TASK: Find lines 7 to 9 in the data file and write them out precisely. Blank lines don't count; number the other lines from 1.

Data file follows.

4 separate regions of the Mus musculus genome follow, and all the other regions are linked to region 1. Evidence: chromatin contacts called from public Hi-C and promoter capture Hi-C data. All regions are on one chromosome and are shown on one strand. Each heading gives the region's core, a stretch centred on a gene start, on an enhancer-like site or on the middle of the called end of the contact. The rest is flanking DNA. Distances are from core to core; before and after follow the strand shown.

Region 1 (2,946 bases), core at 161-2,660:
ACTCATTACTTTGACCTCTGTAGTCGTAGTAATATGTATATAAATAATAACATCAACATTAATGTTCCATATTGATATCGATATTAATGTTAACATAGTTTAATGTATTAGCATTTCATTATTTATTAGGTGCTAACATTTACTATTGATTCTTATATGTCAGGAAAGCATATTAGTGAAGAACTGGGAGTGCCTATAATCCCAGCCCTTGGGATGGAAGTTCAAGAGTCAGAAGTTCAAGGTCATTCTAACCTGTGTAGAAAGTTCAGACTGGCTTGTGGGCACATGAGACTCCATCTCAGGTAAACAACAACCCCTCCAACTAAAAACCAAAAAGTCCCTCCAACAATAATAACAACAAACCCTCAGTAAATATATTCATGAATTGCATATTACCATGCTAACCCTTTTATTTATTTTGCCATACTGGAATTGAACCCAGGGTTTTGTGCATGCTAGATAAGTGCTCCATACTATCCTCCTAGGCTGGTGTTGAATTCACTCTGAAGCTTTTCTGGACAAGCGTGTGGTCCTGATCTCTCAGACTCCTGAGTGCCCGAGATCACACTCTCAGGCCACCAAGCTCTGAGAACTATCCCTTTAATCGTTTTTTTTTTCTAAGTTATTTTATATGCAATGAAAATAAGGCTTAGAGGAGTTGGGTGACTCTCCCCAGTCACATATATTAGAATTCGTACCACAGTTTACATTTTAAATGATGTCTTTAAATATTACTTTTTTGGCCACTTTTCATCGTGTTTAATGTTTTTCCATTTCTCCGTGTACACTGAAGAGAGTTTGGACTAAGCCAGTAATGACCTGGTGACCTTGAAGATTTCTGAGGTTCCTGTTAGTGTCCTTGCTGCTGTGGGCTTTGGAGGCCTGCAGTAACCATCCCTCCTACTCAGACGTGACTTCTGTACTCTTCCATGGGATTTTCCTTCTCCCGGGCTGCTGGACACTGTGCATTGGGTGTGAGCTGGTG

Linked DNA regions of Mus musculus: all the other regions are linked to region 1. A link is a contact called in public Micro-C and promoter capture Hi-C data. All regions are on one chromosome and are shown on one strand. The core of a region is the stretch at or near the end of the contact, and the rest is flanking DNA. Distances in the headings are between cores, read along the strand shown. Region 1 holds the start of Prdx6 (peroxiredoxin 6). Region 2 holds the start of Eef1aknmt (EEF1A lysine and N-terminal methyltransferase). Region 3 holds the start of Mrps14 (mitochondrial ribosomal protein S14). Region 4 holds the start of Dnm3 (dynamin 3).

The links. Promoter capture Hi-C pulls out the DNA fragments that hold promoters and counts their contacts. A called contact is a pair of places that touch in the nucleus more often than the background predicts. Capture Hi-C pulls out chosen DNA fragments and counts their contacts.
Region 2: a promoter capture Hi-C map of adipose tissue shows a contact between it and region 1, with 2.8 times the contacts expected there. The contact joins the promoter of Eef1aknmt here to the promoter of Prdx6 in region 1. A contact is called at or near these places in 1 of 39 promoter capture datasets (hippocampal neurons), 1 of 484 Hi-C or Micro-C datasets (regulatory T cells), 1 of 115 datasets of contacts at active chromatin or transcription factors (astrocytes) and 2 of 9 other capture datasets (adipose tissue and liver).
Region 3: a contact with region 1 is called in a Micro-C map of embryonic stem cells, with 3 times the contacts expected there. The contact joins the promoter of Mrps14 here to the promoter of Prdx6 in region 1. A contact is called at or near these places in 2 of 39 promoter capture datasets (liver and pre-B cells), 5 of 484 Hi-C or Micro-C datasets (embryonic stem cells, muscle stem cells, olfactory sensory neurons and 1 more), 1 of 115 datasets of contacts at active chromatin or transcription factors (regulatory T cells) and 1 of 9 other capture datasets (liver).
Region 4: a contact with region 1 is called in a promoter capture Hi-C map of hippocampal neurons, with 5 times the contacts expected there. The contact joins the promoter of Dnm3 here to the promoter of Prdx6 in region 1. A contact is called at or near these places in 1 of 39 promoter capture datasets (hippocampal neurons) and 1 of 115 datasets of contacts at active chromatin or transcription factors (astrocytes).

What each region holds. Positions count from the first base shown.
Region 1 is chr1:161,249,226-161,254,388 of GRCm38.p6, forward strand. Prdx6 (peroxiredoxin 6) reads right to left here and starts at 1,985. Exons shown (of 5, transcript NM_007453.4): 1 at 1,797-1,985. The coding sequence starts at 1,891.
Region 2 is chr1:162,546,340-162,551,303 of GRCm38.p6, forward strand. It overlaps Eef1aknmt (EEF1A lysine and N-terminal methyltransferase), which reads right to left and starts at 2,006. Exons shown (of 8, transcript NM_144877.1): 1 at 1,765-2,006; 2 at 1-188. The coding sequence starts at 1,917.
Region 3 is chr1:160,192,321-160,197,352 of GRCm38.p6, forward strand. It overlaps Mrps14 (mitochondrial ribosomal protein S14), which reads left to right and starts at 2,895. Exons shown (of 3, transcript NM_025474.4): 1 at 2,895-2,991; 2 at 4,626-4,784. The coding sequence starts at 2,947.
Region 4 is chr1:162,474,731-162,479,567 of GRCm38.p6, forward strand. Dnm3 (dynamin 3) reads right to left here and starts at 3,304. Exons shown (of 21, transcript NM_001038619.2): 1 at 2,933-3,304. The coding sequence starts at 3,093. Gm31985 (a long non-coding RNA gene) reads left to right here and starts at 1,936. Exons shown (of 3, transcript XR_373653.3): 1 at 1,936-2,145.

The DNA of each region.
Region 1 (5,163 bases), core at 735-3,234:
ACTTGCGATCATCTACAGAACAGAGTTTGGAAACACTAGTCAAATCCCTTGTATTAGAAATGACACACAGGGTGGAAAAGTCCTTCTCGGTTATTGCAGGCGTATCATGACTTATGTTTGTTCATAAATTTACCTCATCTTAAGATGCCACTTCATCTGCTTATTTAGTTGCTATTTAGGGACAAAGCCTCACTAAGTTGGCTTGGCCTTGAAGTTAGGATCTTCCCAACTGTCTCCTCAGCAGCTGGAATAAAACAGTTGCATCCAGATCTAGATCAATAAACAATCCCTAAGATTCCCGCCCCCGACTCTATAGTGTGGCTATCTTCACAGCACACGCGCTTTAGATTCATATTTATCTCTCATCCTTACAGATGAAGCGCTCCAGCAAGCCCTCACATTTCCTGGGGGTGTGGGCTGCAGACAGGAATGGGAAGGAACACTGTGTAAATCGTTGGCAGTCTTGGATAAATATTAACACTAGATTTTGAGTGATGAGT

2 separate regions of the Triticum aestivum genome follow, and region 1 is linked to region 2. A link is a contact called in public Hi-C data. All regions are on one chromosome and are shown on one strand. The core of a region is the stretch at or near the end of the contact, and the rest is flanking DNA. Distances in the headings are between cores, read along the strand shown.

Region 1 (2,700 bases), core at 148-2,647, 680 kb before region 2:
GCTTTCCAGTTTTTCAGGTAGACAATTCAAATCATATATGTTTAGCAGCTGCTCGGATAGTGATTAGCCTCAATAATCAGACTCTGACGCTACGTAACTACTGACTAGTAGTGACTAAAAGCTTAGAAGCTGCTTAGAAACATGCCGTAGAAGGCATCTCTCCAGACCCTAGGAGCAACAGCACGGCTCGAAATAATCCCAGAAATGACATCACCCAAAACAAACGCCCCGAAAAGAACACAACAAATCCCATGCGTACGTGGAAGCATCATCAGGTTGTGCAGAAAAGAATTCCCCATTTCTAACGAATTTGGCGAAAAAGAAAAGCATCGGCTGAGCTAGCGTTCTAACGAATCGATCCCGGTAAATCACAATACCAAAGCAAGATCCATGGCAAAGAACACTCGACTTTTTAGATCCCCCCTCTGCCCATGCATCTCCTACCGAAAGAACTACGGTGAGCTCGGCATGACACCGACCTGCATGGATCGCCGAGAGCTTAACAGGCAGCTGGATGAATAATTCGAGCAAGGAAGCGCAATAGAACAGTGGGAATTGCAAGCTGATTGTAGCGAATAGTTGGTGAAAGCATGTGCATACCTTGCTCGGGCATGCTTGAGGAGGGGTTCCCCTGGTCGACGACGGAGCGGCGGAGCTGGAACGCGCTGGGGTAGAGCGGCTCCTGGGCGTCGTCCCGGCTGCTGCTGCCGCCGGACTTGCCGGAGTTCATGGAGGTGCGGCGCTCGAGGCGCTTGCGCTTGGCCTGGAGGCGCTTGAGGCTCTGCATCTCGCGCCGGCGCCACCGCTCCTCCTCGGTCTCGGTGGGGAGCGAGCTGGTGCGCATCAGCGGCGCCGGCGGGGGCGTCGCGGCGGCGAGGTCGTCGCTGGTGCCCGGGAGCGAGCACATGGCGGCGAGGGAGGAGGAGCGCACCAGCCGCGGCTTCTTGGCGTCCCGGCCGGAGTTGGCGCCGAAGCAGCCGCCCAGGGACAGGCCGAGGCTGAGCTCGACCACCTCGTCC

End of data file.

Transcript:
Region 3: a contact with region 1 is called in a Micro-C map of embryonic stem cells, with 3 times the contacts expected there. The contact joins the promoter of Mrps14 here to the promoter of Prdx6 in region 1. A contact is called at or near these places in 2 of 39 promoter capture datasets (liver and pre-B cells), 5 of 484 Hi-C or Micro-C datasets (embryonic stem cells, muscle stem cells, olfactory sensory neurons and 1 more), 1 of 115 datasets of contacts at active chromatin or transcription factors (regulatory T cells) and 1 of 9 other capture datasets (liver).
Region 4: a contact with region 1 is called in a promoter capture Hi-C map of hippocampal neurons, with 5 times the contacts expected there. The contact joins the promoter of Dnm3 here to the promoter of Prdx6 in region 1. A contact is called at or near these places in 1 of 39 promoter capture datasets (hippocampal neurons) and 1 of 115 datasets of contacts at active chromatin or transcription factors (astrocytes).

What each region holds. Positions count from the first base shown.